In John E. Griggs & Sons Ltd v High Firs Penthouse Ltd 6the TCC refused a contractor's application for a post-judgment freezing order against a developer. The TCC considered that the contractor had ample time to obtain a less draconian and more focused relief.
John E. Griggs (Griggs) entered into a construction contract with High Firs Penthouse Ltd (High Firs) in respect of a development at High Firs in Hertfordshire. Griggs commenced adjudication proceedings after High Firs failed to pay Griggs' August 2022 application for interim payment. When High Firs failed to make payment of the adjudicator's award, Griggs brought proceedings to enforce the adjudicator's decision. By consent order made on 6 June 2023, High Firs was ordered to pay the judgment sum and costs totalling £140,275.87 within 14 days. High Firs failed to make any payment.
On 20 June 2023 High Firs gave Griggs notice of its claim for alleged snagging and defective works in the sum of £443,805.08. In the notice High Firs indicated its intention to sell penthouse 3. Griggs considered that there was a real risk that the sale of penthouse 3 would dissipate the remaining value of High Firs' interest in the development.
Griggs applied to the High Court for a freezing order over the assets of High Firs up to the value of £175,000 to aid the execution of the High Court judgment in its favour. Griggs sought an order that High Firs should not "grant a leasehold interest by way of sale or disposal" in respect of the development at High Firs.
The considerations for the grant of a freezing order
The TCC considered that the principles for the grant of a freezing order are "uncontroversial". The applicant must demonstrate a good arguable case that the respondent owns or has some interest in assets and that there is a real risk that any judgment will not be satisfied because of an unjustified dissipation of such assets and that it is just and convenient on all circumstances to grant relief.
Injunctive relief is a discretionary remedy. One ground in which the court can decline to give relief is where the applicant has delayed in making the application.
The TCC found that whilst Griggs had an unanswerable claim with a judgment in its favour this could only be a "powerful factor" in favour of the grant of a freezing order but cannot be decisive. The real issue for the court to consider is whether "there is a real risk of unjustified dissipation of assets and whether it is in all the circumstances just and convenient to grant the relief sought".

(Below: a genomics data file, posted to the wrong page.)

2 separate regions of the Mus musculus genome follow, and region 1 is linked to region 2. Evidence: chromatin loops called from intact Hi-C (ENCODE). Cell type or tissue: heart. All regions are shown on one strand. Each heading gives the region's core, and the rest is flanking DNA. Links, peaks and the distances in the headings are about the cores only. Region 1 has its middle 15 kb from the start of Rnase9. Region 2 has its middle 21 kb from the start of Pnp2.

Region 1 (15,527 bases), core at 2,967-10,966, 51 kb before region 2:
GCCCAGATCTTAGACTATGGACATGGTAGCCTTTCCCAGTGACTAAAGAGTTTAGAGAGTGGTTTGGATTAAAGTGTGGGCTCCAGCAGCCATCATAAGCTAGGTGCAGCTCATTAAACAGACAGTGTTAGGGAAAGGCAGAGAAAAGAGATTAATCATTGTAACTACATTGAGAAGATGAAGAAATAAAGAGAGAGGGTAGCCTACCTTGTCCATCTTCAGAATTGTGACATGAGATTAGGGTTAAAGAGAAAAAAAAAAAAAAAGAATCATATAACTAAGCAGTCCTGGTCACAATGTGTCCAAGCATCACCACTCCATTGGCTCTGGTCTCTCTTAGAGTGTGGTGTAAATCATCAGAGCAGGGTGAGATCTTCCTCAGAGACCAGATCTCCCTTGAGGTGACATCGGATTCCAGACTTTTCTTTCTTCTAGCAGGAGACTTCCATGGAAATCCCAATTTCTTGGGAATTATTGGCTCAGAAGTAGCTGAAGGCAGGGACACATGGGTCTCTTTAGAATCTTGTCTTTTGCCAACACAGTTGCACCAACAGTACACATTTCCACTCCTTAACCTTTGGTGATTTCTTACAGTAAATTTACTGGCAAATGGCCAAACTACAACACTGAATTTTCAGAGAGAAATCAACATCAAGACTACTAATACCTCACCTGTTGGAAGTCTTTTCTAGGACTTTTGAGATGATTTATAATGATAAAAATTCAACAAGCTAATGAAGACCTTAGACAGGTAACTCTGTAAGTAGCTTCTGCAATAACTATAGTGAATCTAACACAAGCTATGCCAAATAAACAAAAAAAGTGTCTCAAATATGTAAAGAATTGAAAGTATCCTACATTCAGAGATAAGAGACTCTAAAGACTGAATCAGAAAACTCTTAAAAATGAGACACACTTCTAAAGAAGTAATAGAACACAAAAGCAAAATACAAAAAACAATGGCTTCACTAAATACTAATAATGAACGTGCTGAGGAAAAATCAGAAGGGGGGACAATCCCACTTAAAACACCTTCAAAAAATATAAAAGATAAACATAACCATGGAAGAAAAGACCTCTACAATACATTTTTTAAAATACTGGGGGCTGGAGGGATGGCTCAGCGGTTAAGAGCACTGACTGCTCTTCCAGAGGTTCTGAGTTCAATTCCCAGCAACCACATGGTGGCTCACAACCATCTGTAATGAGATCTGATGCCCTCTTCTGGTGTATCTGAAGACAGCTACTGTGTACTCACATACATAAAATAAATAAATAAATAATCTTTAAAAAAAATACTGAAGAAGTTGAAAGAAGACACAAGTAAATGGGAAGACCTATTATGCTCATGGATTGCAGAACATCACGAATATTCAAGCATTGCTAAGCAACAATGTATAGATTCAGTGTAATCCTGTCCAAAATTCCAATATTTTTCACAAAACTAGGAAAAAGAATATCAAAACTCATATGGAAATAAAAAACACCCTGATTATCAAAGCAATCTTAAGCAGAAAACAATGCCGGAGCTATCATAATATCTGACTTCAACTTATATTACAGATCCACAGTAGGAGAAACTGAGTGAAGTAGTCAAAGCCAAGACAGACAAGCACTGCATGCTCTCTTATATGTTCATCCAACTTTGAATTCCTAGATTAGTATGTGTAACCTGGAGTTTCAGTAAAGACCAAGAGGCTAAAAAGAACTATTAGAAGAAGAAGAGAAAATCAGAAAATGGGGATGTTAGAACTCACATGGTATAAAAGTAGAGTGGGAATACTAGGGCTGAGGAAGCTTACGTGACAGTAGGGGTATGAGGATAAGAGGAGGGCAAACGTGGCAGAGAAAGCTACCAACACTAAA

The TCC considered that whilst freezing orders were originally recognised as an interim remedy granted pre-judgment to prevent injustice of a defendant dissipating assets to avoid the risk of satisfying future judgment, freezing orders are granted post judgment where necessary to prevent the removal or dissipation of assets prior to "the process of execution can realise the value of the asset for the benefit of the judgment creditor".
The TCC concluded that in the present case there was no evidence to establish that the sale of a leasehold interest in penthouse 3 would amount to an unjustified dissipation of High Firs' assets. The TCC noted that High Firs was incorporated for the sole purpose of developing and then selling properties at the High Firs development. The TCC considered that a more realistic application by Griggs might have been to freeze the net proceeds of the sale, however there was no real evidence as to High Firs' intended use of any funds generated from the sale. Therefore, the TCC concluded that the application must fail due to lack of proof of a real risk that the judgment would remain unsatisfied by an unjustified dissipation of High Firs assets.
The TCC therefore dismissed the application for a freezing order concluding that it was neither just nor convenient to grant a freezing order in circumstances where Griggs had ample time to obtain less draconian and more focused relief (for example a charging order over High Firs' leasehold interest in the development).
When applying for the grant of a freezing order the applicant must first be able to demonstrate that there is a real risk of an unjustified dissipation of assets and secondly that in all the circumstances it is just and convenient for the court to grant the relief sought.
6. John E. Griggs & Sons Ltd v High Firs Penthouse Ltd  EWHC 2231 (TCC)
The content of this article is intended to provide a general guide to the subject matter. Specialist advice should be sought about your specific circumstances.